Their extensive analysis of 53,000 North American women yielded an 80% breast cancer increase associated with habitual dairy milk consumption.
“Consuming as little as 1/4 to 1/3 cup of dairy milk per day was associated with an increased risk of breast cancer of 30%,” explained the study’s first author Gary E. Fraser, MBChB, PhD, in a press statement. “By drinking up to one cup per day, the associated risk went up to 50%, and for those drinking two to three cups per day, the risk increased further to 70% to 80%.”
These findings are discordant with the recommended daily value issued by The United States Department of Agriculture.
The USDA advises adults to consume three servings of dairy products per day, and children to consume around two or two and a half servings per day. Dairy servings are quantified based on source, i.e: one cup of milk, one cup of yogurt, one ounce of hard cheese and half a cup of cottage cheese all qualify as a single serving.
“Evidence from this study suggests that people should view that recommendation with caution,” Fraser continued.
As posited by the new paper, even the lower end of routine dairy intake poses serious health risks;though no notable association was found in respect to soy products.
“Fairly strong evidence that either dairy milk or some other factor closely related to drinking dairy milk is a cause of breast cancer in women.”
For eight years Fraser and his team tracked the dairy intake of 53,000 women via food frequency questionnaires (FFQ), and repeated 24 hour recalls. All of the participants were cancer-free at the start of the study.
With the help of a baseline survey, the researchers were able to factor demographics, family history of breast cancer, degree of physical activity, alcohol consumption, medication use, frequency of breast cancer screenings, and reproductive and gynecological history, into their final analysis.
By the end of the eight-year study period 1,067 new breast cancer cases appeared. Although no adverse correlations were found between soy products and breast cancer, independent of dairy, low-fat milk intimated the same negative associations as full fat-milk as far as breast cancer risk was concerned.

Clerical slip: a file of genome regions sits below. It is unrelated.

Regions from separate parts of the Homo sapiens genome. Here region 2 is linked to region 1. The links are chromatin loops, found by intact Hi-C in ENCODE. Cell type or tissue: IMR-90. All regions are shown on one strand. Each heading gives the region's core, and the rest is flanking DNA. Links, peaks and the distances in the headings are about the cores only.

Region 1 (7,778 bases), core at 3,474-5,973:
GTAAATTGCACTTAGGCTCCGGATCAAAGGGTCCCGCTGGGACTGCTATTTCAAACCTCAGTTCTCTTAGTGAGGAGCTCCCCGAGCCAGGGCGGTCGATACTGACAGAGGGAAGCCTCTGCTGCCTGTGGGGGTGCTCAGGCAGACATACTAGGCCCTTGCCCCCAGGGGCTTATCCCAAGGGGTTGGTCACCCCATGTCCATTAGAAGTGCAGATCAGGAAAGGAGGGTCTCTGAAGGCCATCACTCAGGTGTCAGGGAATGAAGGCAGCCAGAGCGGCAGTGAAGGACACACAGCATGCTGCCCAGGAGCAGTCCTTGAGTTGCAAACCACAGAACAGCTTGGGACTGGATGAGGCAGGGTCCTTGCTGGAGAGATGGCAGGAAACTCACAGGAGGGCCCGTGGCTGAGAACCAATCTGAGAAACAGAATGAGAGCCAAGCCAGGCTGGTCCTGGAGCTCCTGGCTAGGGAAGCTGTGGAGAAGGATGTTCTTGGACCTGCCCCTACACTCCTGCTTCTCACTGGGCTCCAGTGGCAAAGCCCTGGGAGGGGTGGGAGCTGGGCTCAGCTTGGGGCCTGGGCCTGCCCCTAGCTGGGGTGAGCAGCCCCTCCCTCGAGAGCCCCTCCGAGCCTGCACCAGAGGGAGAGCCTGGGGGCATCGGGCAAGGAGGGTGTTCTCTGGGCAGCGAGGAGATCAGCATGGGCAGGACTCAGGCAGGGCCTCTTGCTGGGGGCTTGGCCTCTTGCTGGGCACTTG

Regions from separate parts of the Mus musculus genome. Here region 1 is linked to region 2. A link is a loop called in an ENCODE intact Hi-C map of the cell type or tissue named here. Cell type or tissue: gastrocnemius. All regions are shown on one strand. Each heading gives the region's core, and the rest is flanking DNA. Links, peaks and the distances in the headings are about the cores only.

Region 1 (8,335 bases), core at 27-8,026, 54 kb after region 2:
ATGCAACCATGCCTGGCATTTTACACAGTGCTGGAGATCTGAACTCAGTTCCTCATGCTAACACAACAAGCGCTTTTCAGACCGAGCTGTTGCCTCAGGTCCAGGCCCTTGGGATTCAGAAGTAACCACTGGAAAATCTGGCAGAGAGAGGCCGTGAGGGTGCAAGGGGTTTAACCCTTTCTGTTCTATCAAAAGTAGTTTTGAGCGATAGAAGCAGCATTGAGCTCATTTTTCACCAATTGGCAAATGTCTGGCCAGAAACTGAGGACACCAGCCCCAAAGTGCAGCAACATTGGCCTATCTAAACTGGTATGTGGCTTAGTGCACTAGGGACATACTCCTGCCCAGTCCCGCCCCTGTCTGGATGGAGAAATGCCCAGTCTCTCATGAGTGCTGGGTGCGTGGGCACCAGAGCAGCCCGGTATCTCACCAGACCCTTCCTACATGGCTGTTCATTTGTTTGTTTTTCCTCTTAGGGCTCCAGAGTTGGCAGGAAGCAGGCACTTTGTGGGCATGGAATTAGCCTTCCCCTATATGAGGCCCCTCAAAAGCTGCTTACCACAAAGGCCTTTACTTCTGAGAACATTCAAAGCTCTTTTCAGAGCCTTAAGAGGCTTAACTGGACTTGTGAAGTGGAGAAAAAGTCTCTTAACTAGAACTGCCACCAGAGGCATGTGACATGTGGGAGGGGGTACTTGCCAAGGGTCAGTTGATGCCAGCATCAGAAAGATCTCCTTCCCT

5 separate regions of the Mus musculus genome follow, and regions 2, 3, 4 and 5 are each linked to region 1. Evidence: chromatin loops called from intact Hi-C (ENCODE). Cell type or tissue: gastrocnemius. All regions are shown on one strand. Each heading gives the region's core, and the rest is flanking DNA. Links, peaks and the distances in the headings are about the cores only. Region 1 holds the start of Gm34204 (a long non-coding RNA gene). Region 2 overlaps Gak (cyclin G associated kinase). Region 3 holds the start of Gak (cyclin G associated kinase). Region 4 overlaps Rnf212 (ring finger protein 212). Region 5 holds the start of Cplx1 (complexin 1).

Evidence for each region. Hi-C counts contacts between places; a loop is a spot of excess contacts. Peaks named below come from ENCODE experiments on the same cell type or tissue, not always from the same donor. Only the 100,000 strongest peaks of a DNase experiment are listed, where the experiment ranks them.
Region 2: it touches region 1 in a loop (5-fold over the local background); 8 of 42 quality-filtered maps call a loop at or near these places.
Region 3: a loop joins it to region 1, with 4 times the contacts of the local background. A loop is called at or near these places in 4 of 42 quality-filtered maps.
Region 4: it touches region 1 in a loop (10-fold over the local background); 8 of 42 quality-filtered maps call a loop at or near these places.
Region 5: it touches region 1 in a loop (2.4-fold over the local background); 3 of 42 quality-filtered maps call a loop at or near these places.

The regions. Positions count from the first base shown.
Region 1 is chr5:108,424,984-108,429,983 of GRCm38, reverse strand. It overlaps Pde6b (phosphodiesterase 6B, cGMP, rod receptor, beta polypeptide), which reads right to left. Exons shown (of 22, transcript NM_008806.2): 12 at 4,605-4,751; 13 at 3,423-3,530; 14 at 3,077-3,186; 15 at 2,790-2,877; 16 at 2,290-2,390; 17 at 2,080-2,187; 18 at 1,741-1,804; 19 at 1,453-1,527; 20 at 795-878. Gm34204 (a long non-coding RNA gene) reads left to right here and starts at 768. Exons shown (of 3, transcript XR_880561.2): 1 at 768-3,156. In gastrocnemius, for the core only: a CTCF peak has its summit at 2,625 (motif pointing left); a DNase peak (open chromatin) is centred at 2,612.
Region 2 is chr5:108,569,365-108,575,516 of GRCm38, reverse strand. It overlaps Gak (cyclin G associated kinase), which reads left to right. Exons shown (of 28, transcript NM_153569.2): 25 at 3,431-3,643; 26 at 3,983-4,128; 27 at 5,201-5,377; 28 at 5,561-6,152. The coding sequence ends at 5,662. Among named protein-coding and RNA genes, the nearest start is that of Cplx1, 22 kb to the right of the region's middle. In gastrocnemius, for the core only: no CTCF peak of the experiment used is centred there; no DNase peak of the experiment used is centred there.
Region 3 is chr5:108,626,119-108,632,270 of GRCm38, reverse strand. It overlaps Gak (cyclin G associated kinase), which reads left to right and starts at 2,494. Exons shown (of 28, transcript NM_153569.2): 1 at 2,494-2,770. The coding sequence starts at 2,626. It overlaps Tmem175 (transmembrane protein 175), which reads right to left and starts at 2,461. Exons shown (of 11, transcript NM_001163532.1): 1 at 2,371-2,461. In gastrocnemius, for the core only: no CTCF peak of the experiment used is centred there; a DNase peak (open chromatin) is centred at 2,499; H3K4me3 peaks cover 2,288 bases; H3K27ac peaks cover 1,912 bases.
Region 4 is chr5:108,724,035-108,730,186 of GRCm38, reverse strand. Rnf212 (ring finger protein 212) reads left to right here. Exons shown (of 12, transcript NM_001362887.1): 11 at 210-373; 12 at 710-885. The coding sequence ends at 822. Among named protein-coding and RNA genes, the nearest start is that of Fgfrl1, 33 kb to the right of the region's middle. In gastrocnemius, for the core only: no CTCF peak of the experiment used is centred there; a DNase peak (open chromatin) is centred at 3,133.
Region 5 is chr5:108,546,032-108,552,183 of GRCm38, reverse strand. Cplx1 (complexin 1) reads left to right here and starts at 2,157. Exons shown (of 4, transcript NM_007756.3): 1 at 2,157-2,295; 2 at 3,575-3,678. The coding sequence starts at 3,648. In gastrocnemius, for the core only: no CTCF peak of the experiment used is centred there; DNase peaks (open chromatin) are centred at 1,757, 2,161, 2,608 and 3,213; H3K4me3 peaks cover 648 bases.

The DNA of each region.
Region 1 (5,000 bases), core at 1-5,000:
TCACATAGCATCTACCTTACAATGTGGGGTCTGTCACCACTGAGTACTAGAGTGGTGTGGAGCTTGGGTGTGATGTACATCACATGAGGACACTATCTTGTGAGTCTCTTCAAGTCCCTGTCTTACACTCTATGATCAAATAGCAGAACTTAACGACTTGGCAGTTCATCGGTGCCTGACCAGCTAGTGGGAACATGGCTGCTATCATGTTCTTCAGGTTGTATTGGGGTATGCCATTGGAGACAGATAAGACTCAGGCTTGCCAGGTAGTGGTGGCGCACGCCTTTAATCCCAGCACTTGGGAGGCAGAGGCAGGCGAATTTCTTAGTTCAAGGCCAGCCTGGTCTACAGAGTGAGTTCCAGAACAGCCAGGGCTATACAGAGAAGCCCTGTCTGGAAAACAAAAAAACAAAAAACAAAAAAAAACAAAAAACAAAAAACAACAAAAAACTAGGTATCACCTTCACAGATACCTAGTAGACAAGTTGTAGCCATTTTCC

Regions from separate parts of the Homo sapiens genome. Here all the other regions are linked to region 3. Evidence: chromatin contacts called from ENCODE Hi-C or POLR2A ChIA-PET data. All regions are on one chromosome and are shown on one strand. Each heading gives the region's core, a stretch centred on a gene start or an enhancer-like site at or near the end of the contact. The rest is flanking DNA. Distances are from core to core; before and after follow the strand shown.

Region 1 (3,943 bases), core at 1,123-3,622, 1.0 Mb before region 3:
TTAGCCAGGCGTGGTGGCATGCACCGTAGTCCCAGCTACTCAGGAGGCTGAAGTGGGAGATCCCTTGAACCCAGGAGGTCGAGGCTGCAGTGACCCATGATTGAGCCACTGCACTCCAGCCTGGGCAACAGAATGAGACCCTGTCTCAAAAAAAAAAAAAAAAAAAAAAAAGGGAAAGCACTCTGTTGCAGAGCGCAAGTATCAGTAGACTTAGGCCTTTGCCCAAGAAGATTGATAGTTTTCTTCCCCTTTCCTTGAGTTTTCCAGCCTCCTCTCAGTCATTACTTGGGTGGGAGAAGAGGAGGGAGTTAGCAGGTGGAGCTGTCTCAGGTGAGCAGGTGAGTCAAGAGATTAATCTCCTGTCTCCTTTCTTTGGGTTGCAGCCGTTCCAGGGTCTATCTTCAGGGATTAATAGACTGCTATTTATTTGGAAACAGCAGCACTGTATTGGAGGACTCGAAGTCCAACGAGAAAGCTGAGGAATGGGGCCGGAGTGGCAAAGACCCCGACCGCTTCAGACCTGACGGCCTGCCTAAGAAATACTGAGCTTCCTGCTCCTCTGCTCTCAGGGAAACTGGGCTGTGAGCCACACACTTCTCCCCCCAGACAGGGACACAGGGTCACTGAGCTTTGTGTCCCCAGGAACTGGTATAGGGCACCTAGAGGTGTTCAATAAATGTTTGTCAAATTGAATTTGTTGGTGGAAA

More research would need to be conducted to conclude anything categorical but Fraser believes non-dairy milk substitutes could drastically reduce the risk observed in the new report.
The finds documented in the most recent Adventist Health Study are inline with this prediction. That particular review determined that vegans (not including lacto-ovo-vegetarians) develop breast cancer significantly less often than non-vegetarians.
It’s too early to identify all of the mechanisms at play but Fraser suspects the concentration of sex hormones present in dairy milk might be a contributing factor. Previously conducted literature has established a robust relationship between consuming animal proteins and the development of hormone-responsive cancers.
Until a follow-up analysis is conducted non-dairy milk appears to be the best source for calcium, phosphorus, and B vitamins. Be sure to read through our detailed ranking of the most popular variations.
“Dairy milk does have some positive nutritional qualities,” Fraser said, “but these need to be balanced against other possible, less helpful effects. This work suggests the urgent need for further research.”
The new study, titled Dairy, soy, and risk of breast cancer: those confounded milks. was co-authored by Synnove Knutsen, Rawiwan Sirirat, Andrew Mashchak, Michael Orlich, Karen Jaceldo-Siegl, and Gary E Fraser.
The entire report can be read in The Journal of Epidemiology.